7. Blue Peter. Explore the West Coast of Cape Town, Bloubergstrand, a place where the sea is cold, sand is white and the vibe is great! Do not miss out on spending an evening at the legendary Blue Peter for sun-downers and ridiculously good pizza (I do recommend their Long Island ice tea…it’s strong). On any evening when the weather is average to good, Blue Peter fills up and leaves little space for late comers. The views of Table Mountain from this venue are iconic, especially at sunset so do not forget your camera.
8. Petits Fours.If you happen to have gone a little bit larger than planned at Blue Peter the previous night, head on over to Petits Fours for scrumptious breakfasts, coffee and treats. This is situated down the road from Blue Peter right on the rocks and has the potential to cause obesity within one sitting. Their treats are absolutely irresistible!
9. West Coast National Park. A little further up the coast is the West Coast National Park. During spring, the whole park becomes carpeted in brightly coloured flowers as they come into full bloom. This only happens when the weather conditions are right, so if you happen to be there when they are in full bloom, one, you’re lucky and two, get there early! Even if you are not there in Spring, the West Coast National Park is home to beautiful desolate beaches, rich history and unreal scenery. Pack a picnic, swimming costume and towel and make sure you visit Kraalbaai/Churchhaven beach which is situated on the Langebaan lagoon. It tends to get scorchingly hot in summer so bring umbrellas and sunscreen. I would also caution you that there seem to be an abundance of sand sharks and although they are completely harmless, they still manage to scare the life out of me when stood on. SO don’t pull a ‘Nicole’ and resort to doing frantic doggy paddle in ankle deep water because quite frankly, besides from it looking absolutely ridiculous, it also tends to embarrass whatever company you’re with. Rather, just bring a lilo.
10. Yzerfontein. If you go even further up the West Coast roughly 45 minutes from Cape Town you will come across a little town called Yzerfontein (pronounced A-zer-fon-tane). It is perfect for families, couples or solo adventures with plenty of surf, huge stretches of untouched beach, a range of activities and stunning accommodation. If you do visit this great West Coast village, you must most definitely go to Strandkombuis (Afrikaans for beach kitchen), a quirky restaurant & BnB on the beach that serves delicious food and has become a popular choice as a wedding venues.
11. Woodstock. This area houses majority of Cape Town’s hipster population. In fact, about 99%. I’m not kidding. Woodstock Exchange is a great place to go and explore hipster shops including a tea emporium, delicious food at Superette and even better coffee at Starling & Hero cafe. Near to the Woodstock Exchange is the Biscuit Mill, a rather pricey yet awesome market that comes to life on weekends. Try out the Pot Luck Club for dinner as it’s reputation is one of the best in Cape Town. When you’ve filled your bellies with food, coffee and treats, take a drive through the streets of Woodstock and stop and admire the arty graffiti on the houses, colourful buildings and different walks of life which provide amazing photographic opportunities.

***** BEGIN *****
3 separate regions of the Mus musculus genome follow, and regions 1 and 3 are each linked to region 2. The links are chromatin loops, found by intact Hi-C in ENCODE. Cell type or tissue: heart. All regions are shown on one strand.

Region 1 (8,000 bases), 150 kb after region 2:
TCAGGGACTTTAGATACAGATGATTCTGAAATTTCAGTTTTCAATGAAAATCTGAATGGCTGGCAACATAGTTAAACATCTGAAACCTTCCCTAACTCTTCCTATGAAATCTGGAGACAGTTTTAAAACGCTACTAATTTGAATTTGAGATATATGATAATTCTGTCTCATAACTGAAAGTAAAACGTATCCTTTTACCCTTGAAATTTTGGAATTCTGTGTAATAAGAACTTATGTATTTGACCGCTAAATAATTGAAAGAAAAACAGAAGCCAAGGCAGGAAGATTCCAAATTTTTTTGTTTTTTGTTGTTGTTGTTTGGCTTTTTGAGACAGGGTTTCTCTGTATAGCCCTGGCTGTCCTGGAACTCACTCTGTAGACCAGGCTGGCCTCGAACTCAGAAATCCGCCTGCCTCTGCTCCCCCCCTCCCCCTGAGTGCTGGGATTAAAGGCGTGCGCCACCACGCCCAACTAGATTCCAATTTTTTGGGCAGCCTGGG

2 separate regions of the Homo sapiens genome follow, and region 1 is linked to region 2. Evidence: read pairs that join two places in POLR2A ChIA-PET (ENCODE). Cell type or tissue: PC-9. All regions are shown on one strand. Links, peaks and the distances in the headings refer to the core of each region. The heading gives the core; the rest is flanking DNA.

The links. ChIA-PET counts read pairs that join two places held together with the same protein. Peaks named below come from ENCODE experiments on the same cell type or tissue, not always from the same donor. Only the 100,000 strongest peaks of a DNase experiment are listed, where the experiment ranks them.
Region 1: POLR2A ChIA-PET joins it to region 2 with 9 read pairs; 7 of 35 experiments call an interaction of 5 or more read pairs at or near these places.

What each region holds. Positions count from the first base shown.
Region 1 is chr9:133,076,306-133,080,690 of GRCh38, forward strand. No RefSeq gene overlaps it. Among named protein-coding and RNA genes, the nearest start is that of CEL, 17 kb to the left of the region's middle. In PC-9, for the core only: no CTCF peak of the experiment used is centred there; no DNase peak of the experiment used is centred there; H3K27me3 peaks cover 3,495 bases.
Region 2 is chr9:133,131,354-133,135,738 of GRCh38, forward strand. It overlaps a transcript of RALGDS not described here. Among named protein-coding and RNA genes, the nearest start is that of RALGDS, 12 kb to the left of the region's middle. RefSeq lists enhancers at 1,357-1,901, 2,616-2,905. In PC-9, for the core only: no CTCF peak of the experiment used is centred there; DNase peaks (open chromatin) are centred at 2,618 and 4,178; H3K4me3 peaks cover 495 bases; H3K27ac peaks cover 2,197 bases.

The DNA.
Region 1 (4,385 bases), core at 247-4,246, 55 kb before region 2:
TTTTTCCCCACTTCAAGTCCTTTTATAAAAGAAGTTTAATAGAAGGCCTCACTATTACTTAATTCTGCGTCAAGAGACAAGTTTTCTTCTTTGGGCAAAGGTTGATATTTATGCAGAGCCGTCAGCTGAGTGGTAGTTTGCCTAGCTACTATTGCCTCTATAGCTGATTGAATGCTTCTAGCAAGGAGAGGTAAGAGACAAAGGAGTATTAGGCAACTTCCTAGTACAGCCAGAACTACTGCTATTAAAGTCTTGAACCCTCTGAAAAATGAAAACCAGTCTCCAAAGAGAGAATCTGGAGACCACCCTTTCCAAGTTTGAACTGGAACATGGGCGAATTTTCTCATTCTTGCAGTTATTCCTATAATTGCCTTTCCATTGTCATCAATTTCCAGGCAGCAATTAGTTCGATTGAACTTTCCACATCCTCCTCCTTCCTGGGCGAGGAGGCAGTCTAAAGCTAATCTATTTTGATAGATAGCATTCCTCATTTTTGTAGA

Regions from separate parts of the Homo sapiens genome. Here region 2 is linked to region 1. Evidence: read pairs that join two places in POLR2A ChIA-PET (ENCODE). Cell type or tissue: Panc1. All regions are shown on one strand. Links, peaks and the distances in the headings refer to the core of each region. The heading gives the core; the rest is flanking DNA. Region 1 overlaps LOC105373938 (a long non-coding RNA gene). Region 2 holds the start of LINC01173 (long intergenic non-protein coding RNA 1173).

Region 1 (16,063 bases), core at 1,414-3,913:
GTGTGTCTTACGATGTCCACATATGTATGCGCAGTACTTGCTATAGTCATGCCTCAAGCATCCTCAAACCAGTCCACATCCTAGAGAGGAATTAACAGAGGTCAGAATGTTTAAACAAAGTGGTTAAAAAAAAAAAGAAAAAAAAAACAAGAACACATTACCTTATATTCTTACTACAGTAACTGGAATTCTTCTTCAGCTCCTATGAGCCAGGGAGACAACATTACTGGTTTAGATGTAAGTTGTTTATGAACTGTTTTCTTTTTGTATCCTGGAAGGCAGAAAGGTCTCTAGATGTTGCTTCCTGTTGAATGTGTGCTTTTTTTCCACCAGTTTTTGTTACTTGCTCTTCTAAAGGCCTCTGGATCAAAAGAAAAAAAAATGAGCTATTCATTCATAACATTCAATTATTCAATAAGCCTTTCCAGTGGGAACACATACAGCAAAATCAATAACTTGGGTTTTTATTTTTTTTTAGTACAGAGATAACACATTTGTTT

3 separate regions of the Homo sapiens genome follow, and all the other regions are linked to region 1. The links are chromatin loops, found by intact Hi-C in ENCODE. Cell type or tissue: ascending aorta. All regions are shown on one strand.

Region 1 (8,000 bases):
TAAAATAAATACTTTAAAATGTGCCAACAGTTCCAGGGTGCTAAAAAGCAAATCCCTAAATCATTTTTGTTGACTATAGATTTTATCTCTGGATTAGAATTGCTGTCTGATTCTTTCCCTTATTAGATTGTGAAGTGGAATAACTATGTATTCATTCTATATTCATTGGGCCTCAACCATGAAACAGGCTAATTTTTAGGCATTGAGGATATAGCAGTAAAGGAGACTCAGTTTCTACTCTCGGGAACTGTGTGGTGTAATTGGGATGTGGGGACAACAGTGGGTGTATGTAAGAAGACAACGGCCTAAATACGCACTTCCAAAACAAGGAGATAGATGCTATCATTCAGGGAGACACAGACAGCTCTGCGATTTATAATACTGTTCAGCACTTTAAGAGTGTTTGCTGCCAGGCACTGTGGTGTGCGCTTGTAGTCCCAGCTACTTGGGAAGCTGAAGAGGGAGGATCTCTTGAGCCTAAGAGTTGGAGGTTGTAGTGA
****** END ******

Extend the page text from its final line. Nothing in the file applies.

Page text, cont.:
12. Bo-Kaap. Situated on the slopes of Signal Hill with some of the best views that Cape Town has to offer, Bo-Kaap is characterised by it’s different brightly coloured houses and cobbled streets. Originally known as the Malay Quarter during Apartheid’s racial segregation, it is strongly identified with the Cape Malay culture of Cape Town. Be sure to switch on all of your senses as the amazing smells of home-made local food wafts through the colourful doors of the houses. If these smells strongly turn on your mouth watering mechanism, pop into Haas cafe (pronounced ‘harse’ and means rabbit in Afrikaans) in Rose street for good food and coffee.
13. Chapman’s Peak Drive. You might be familiar with a lot of car adverts that are based on a beautiful scenic mountain road with heaps of sharp bends and a cliff overhanging the ocean on the other? Well those are all most likely shot on Chapman’s Peak toll road. This is probably the most spectacular road in Cape Town and links Hout Bay with Noordhoek and visa versa. You will have to pay a small toll fee on the Hout Bay side but it is well worth it and a must-see whilst in Cape Town. If it happens to be a Thursday, make sure you venture into Cape Point Vineyards for their weekly market, bring picnic blankets, grab a glass of wine and choose from a selection of gourmet food!
- Comfortable walking shoes
- Mike Lundy’s amazing trail guide of Cape Town
- My personal favourite – Keypod
- International drivers
- Your adventure spirit
This list could go on & on with activities and places to try! I hope you get to do at least some points on this list if you are visiting us 🙂 Put your high heels away for most part of the day and wear the soles of your shoes down by exploring every opportunity that you are given!